OK, I am a securities lawyer. Securities law, by definition is, oh I don't know--dull? Sure we get the big scandals but usually it is the net capital rule and the "tick" test (don't ask...) but read on...
From the Washington Post:
A Boston Brahmin's Brawls With Donaldson
By Steven Pearlstein
Wednesday, August 10, 2005; D01
Edward C. Johnson III is the very model of a Boston Brahmin billionaire -- a pillar of Yankee discretion and probity whose wife is active at the Society for the Preservation of New England Antiquities and whose family happens to own Fidelity Investments, the nation's largest mutual fund company.
So one can only imagine Johnson's reaction when it became known recently that the Securities and Exchange Commission, as part of a kickback investigation, was looking into who paid for a bachelor party for a Fidelity trader that reportedly featured paid escorts and "dwarf tossing" -- a party game that apparently involves throwing a dwarf in a Velcro suit at a Velcro-covered wall. Johnson also got caught up in the probe, having benefited from two free tickets to the ice-skating competition at the Salt Lake City Olympics from a brokerage firm with which Fidelity does business.Dwarf tossing??? Now THAT is a party!!!! Who doesn't think that mutual fund investors should pay for a little game of "pitch a Mini-Me???"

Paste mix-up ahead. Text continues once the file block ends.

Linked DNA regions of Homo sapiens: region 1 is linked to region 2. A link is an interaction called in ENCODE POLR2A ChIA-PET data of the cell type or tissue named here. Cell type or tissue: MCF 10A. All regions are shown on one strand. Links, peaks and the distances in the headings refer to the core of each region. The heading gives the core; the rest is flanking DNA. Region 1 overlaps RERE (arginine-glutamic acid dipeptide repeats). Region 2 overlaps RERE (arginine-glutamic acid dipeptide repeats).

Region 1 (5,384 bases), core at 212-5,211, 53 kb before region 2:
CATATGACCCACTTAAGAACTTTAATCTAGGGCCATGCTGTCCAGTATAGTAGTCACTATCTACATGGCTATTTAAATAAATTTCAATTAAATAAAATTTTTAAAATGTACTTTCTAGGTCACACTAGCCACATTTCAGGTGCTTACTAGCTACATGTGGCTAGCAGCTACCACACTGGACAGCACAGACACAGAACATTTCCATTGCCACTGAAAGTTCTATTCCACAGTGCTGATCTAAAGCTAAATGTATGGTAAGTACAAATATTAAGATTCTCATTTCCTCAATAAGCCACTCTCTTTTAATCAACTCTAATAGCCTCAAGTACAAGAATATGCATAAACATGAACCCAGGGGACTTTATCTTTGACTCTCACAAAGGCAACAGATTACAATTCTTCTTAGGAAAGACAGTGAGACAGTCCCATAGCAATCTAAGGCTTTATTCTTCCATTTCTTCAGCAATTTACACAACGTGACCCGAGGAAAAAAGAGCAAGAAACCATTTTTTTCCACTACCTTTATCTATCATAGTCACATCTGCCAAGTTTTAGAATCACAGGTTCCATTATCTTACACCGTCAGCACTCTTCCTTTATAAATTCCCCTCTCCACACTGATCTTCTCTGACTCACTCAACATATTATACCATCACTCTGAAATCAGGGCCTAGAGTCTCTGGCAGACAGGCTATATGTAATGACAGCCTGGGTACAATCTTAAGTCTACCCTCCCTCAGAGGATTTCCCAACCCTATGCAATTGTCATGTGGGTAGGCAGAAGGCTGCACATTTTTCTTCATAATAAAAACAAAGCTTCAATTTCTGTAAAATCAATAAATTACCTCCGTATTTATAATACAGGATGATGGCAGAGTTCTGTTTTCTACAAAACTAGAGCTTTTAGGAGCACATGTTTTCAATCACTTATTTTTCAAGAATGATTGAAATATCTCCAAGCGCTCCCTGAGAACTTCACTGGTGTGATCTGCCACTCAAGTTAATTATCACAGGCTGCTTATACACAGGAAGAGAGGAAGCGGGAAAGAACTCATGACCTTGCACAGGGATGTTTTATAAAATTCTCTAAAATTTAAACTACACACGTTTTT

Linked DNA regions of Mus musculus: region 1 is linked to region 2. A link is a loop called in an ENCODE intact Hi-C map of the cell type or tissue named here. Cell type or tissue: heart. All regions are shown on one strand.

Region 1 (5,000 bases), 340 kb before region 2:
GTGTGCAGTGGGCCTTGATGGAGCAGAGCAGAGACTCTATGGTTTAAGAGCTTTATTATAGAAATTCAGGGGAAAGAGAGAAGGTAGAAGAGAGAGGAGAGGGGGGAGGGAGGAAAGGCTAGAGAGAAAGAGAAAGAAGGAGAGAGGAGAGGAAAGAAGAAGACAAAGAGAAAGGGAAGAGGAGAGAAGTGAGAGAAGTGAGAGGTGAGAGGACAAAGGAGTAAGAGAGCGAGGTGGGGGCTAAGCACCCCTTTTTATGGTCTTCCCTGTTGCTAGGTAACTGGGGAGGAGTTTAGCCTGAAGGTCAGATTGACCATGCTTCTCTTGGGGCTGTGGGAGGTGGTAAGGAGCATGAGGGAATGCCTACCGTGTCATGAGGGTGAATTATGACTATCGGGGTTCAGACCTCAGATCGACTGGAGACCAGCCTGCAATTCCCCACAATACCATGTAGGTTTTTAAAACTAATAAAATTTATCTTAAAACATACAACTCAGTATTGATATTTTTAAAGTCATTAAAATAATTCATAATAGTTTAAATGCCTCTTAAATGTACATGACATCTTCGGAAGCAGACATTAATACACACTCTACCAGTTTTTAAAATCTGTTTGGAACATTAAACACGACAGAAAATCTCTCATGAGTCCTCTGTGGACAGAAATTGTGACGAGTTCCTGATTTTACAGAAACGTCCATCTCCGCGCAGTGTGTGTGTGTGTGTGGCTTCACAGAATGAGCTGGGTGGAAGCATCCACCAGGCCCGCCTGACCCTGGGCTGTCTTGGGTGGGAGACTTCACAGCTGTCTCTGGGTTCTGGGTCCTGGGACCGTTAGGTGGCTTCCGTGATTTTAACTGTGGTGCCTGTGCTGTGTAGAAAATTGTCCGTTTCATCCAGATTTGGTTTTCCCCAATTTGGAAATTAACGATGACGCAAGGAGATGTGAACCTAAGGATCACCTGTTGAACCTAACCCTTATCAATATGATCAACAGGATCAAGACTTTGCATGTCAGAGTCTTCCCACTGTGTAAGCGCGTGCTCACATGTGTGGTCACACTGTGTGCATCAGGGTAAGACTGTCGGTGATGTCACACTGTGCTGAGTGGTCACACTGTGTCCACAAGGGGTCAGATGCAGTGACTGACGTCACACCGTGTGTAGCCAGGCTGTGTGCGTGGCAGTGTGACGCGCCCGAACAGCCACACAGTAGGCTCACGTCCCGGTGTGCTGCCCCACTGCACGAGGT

As F. Scott Fitzgerald opined, the rich ARE different!